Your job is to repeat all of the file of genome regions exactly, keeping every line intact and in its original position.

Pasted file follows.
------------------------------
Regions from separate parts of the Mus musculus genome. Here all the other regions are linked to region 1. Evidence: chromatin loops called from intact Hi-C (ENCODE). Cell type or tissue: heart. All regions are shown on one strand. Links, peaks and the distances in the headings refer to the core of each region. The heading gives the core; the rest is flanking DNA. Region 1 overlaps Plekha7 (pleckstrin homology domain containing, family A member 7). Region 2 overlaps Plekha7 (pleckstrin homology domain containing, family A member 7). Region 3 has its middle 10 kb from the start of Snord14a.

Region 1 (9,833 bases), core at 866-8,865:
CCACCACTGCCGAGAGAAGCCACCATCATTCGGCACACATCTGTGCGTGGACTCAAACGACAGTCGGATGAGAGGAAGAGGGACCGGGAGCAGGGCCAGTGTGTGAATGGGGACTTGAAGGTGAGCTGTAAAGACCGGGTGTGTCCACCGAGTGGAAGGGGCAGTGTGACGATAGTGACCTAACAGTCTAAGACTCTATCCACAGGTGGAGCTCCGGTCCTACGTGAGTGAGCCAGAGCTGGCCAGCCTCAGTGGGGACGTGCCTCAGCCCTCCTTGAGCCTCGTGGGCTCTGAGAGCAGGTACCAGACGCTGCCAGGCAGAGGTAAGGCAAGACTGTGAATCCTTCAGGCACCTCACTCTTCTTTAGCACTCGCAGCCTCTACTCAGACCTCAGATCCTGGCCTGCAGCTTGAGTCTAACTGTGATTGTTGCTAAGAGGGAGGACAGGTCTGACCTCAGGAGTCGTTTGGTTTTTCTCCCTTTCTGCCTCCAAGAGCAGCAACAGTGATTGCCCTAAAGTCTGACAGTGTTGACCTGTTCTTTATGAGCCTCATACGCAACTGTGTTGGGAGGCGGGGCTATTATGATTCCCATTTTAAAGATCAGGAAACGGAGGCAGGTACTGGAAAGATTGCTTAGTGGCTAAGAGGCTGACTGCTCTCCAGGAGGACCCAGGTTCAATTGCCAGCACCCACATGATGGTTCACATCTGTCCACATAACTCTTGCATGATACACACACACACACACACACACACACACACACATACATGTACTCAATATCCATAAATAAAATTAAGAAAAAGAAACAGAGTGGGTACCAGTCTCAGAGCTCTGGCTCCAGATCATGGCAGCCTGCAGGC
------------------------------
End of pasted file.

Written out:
Regions from separate parts of the Mus musculus genome. Here all the other regions are linked to region 1. Evidence: chromatin loops called from intact Hi-C (ENCODE). Cell type or tissue: heart. All regions are shown on one strand. Links, peaks and the distances in the headings refer to the core of each region. The heading gives the core; the rest is flanking DNA. Region 1 overlaps Plekha7 (pleckstrin homology domain containing, family A member 7). Region 2 overlaps Plekha7 (pleckstrin homology domain containing, family A member 7). Region 3 has its middle 10 kb from the start of Snord14a.

Region 1 (9,833 bases), core at 866-8,865:
CCACCACTGCCGAGAGAAGCCACCATCATTCGGCACACATCTGTGCGTGGACTCAAACGACAGTCGGATGAGAGGAAGAGGGACCGGGAGCAGGGCCAGTGTGTGAATGGGGACTTGAAGGTGAGCTGTAAAGACCGGGTGTGTCCACCGAGTGGAAGGGGCAGTGTGACGATAGTGACCTAACAGTCTAAGACTCTATCCACAGGTGGAGCTCCGGTCCTACGTGAGTGAGCCAGAGCTGGCCAGCCTCAGTGGGGACGTGCCTCAGCCCTCCTTGAGCCTCGTGGGCTCTGAGAGCAGGTACCAGACGCTGCCAGGCAGAGGTAAGGCAAGACTGTGAATCCTTCAGGCACCTCACTCTTCTTTAGCACTCGCAGCCTCTACTCAGACCTCAGATCCTGGCCTGCAGCTTGAGTCTAACTGTGATTGTTGCTAAGAGGGAGGACAGGTCTGACCTCAGGAGTCGTTTGGTTTTTCTCCCTTTCTGCCTCCAAGAGCAGCAACAGTGATTGCCCTAAAGTCTGACAGTGTTGACCTGTTCTTTATGAGCCTCATACGCAACTGTGTTGGGAGGCGGGGCTATTATGATTCCCATTTTAAAGATCAGGAAACGGAGGCAGGTACTGGAAAGATTGCTTAGTGGCTAAGAGGCTGACTGCTCTCCAGGAGGACCCAGGTTCAATTGCCAGCACCCACATGATGGTTCACATCTGTCCACATAACTCTTGCATGATACACACACACACACACACACACACACACACACATACATGTACTCAATATCCATAAATAAAATTAAGAAAAAGAAACAGAGTGGGTACCAGTCTCAGAGCTCTGGCTCCAGATCATGGCAGCCTGCAGGC